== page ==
I recently signed up for a continuous professional development course (CPD) on Solution Focused Hypnotherapy and the Menopause. The objective of the course was to teach curious therapists, like myself, how Solution Focused Hypnotherapy could be of benefit to women going though this transitional period in their lives. I have to confess I signed up for the course because I thought that I should. If I’m brutally honest not many things have excited me less than the prospect of talking about the menopause for four hours on a Saturday morning. However the menopause is pretty high on the agenda right now both nationally (symptoms including ‘flushing’ seems to be an increasingly ‘hot’ topic of discussion on television and in the press. Sorry I couldn’t resist then pun) but also personally; Having not long ago celebrated my forty-fifth birthday I am most likely in, or rapidly approaching the peri-menopause.
So I settled myself down for the morning on front of my computer, Zoom meeting links at the ready, and armed with coffee, anticipating drudgery and tales of an unavoidable and slightly negative reality (I’m referring to the online training…although I have to acknowledge that the negativity was linked to thoughts of my own menopausal journey too). The course was in fact incredibly interesting. It challenged my own assumptions and actually inspired and excited me (menopause geek?). No, I wasn’t on the wrong course, and we did of course look at the plethora of possible symptoms that women can experience during any point of the peri-menopause, menopause (did you know this is just the one single day that marks one year since your last period!) and post-menopause. The list of symptoms can be described as long, slightly eye watering and certainly unenviable. However, it turns out that although the menopause is universal to women around the world, the symptoms are not. Google it and you’ll see for yourself!
There seems to be a trend that countries such as the UK, the US, Australia and Canada, where the ageing process for women is seen as a negative, women often struggle with symptoms, are sometimes embarrassed by them, and also avoid discussing them. In these countries where there is a plight amongst many for a kind of eternal youth, women seem to be far more likely to have negative experiences of the menopause.
Some other countries and cultures, view this transitional period in a women’s life more positively. In Japan the word for menopause ‘konenki’, means ‘renewal of life’ and energy and it is thought that it can be ‘the best time of your life yet’. In India it may be seen as a time of liberation. Indeed in countries where women are seen to have a positive change of status at this time in their lives, it seems that women may also have a different and more positive experience of the menopause.
That is not to say that women do not experience symptoms such as hot flushes and mood swings (in Japan women are more likely to report feeling ‘chilli’), but they often appear to struggle with them to a lesser degree. So it seems that ingrained cultural attitude can have a significant impact on women’s menopause experience, psychologically and quite possibly physically too.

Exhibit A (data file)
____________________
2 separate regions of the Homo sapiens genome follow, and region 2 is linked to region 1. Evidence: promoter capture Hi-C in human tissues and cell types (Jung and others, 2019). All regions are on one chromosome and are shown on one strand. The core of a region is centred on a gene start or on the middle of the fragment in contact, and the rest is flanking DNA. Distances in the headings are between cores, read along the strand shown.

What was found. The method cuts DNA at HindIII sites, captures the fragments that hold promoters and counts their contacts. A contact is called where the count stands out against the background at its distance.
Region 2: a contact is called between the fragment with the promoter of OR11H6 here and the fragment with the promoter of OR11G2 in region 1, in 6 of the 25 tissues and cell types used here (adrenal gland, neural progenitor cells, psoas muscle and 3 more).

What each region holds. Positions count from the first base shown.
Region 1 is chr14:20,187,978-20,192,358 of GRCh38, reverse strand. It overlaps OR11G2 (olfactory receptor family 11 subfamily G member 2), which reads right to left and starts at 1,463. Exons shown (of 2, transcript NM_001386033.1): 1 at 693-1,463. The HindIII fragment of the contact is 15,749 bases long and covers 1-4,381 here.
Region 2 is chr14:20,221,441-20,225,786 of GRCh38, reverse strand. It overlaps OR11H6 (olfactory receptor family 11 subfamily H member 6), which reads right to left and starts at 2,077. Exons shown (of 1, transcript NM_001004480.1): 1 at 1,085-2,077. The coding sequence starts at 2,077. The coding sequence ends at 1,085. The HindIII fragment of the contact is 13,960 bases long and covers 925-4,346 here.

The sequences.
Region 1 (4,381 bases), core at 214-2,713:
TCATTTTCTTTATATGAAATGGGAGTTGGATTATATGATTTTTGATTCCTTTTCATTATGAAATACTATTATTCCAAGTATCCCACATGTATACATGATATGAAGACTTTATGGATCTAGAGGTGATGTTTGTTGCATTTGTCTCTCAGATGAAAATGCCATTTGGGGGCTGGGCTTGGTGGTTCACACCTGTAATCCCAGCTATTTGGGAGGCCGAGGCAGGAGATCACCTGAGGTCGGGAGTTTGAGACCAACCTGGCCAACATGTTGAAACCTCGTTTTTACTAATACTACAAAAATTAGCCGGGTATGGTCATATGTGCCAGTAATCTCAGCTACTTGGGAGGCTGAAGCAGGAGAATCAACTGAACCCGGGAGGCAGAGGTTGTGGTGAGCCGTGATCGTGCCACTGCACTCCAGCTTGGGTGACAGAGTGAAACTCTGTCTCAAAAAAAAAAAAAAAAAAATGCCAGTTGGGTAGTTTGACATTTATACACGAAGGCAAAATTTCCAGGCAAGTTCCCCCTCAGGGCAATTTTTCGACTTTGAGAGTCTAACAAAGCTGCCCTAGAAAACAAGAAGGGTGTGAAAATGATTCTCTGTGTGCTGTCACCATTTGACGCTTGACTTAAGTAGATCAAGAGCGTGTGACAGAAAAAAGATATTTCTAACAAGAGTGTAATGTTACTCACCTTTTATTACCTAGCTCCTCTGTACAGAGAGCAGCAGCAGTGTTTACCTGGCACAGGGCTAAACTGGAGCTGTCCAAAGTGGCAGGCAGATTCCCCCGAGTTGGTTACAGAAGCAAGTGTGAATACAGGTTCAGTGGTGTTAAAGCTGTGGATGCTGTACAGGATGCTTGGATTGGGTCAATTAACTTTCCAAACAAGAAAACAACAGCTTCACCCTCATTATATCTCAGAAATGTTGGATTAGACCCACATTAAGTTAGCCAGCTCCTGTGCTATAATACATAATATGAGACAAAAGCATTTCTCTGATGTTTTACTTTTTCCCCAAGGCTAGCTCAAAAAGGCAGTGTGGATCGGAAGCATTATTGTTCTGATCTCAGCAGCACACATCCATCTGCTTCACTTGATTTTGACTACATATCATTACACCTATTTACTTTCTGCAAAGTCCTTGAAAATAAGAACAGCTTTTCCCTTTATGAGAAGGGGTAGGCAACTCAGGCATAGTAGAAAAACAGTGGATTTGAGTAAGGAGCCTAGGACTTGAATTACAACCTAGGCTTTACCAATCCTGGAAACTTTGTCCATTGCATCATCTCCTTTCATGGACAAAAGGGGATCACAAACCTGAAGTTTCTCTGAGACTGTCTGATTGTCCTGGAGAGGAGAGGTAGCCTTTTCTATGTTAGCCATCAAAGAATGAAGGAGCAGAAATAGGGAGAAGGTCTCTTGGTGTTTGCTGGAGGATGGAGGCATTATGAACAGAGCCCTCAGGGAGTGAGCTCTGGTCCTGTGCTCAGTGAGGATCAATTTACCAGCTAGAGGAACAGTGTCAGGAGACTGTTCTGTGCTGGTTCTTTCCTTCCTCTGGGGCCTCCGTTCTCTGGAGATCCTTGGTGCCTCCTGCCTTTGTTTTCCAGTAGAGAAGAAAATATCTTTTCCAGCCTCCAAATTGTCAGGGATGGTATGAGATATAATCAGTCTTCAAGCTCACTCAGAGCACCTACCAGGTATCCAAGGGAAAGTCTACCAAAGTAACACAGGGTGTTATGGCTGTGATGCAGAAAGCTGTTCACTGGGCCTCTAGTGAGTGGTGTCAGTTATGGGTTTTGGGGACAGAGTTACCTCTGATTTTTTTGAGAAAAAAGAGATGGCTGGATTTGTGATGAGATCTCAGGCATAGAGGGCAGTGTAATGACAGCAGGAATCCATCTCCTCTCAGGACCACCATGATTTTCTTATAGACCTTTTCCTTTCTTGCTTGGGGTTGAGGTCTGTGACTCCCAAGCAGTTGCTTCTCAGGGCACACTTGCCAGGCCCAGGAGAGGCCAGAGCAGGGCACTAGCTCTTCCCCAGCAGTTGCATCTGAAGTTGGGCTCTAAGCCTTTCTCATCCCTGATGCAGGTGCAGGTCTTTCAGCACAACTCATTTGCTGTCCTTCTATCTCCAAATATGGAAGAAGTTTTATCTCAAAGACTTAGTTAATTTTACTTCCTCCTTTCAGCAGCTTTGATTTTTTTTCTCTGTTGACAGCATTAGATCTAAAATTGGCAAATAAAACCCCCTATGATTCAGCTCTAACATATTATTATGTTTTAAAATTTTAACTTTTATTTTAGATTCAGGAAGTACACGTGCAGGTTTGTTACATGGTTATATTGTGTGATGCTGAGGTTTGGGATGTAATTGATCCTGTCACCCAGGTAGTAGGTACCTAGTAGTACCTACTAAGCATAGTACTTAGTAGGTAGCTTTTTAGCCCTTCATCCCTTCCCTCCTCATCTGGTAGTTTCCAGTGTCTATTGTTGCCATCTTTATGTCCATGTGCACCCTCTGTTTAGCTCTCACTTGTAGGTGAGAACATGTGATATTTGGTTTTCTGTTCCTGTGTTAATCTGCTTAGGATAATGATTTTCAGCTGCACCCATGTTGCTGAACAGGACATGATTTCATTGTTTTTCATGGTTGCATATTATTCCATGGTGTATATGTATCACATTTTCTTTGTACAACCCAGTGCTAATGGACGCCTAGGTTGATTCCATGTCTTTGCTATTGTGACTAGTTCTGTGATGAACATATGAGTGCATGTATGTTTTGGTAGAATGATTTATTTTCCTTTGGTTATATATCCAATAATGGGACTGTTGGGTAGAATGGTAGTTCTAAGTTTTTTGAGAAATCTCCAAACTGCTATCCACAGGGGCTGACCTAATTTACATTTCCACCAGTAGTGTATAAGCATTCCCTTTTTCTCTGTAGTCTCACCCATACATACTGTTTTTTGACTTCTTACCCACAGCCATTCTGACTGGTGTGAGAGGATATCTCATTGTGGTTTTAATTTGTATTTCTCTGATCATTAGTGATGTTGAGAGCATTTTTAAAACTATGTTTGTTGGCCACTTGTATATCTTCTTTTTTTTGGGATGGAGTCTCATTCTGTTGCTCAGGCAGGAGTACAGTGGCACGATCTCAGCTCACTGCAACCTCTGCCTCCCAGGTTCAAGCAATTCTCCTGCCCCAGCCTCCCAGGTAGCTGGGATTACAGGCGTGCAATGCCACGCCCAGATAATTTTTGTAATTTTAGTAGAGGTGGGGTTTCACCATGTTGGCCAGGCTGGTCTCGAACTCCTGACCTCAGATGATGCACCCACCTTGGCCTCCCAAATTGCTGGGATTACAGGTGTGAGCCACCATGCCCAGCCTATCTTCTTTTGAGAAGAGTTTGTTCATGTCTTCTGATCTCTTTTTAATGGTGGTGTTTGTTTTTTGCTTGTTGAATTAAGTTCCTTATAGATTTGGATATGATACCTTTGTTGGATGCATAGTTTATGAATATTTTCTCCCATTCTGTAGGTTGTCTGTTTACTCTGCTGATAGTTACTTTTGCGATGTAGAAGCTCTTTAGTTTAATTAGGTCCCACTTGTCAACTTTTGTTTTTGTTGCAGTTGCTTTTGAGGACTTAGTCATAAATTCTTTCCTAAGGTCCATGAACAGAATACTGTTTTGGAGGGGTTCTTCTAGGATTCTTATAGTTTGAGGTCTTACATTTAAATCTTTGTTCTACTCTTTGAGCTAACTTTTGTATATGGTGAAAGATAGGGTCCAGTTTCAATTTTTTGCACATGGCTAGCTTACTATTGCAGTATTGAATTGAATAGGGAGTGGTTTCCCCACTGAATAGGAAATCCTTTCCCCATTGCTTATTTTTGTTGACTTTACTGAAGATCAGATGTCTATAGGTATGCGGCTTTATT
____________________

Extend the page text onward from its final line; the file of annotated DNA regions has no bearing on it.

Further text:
Some of this may be down to diet and lifestyle. If this is the case then perhaps we can take heed and strive for an active lifestyle with a diet rich in soy products. Soy is rich in oestrogen, one of the hormones that naturally declines during the menopause. Don’t worry, dictating diet and exercise is not part of my role as a Solution Focuses Hypnotherapist- you can decide if you want to look into it…But…while we are on the subject of oestrogen… did you know that cortisol practically eats oestrogen!!!? Cortisol is one of the main stress hormones, and has all sorts of less than desirable effects when we have too much of it in our bodies. It encourages fat storage, interferes with our immune system, and can disrupt our sleep. So all of that, on top of the fact that it is negatively effecting our already decreasing oestrogen levels, is enough to persuade me that we really want to manage and decrease our cortisol levels. So as a ‘stress hormone’ we produce cortisol when we are stressed and anxious. In theory it is actually there to help us; If you were in immediate danger, lets say that an unexpected polar bear strayed into your path, your body would pump you full of adrenaline so you could fight the polar bear (I’m not taking that option) or run away (definitely my preferred option even though I don’t like running). It would then raise your cortisol levels so that you would continue to stay on high alert in case the danger (Polar Bear) was to return. So if we are feeling anxious and stressed we will be producing extra cortisol. I have to say that the list of possible menopausal symptoms is pretty anxiety provoking. Combine that with the unconscious negative perceptions and fears of aging and negative connotations of menopause. Then add into the mix any other anxieties and stresses we might also be in our lives, and you could end up with a pretty full stress bucket! And a full stress bucket means that we are more likely to think negatively, fuelling cortisol, further reducing oestrogen and exacerbating any menopausal symptoms that we are experiencing. When our stress buckets have capacity in them, we have the capacity to deal with anything, including frustrating symptoms. When our stress buckets have capacity we are able to think rationally and logically. When our stress buckets have capacity we are far more likely to be able to think positively about ourselves, or work towards small goals that will help us to feel better about ourselves. When our stress buckets have capacity we have a much better chance of getting a good nights sleep, which will in tern empty our stress bucket still further. If you would like to find out more about how Solution Focused Hypnotherapy could help you to empty your stress bucket, reduce stress and anxiety both in general and related to the menopause, and cope with any symptoms that you may have, and feel good about yourself and the future please get in touch to arrange a FREE initial consultation. That Saturday morning training course has completely changed the way that I will now view the menopause. Learning about the menopause, talking about the menopause, and updating and overriding some of my subconscious negativity about it has left me feeling completely different about this transitional stage in women’s lives. I look forward to supporting clients on their own journeys to a better, easier, and more manageable, menopause experience.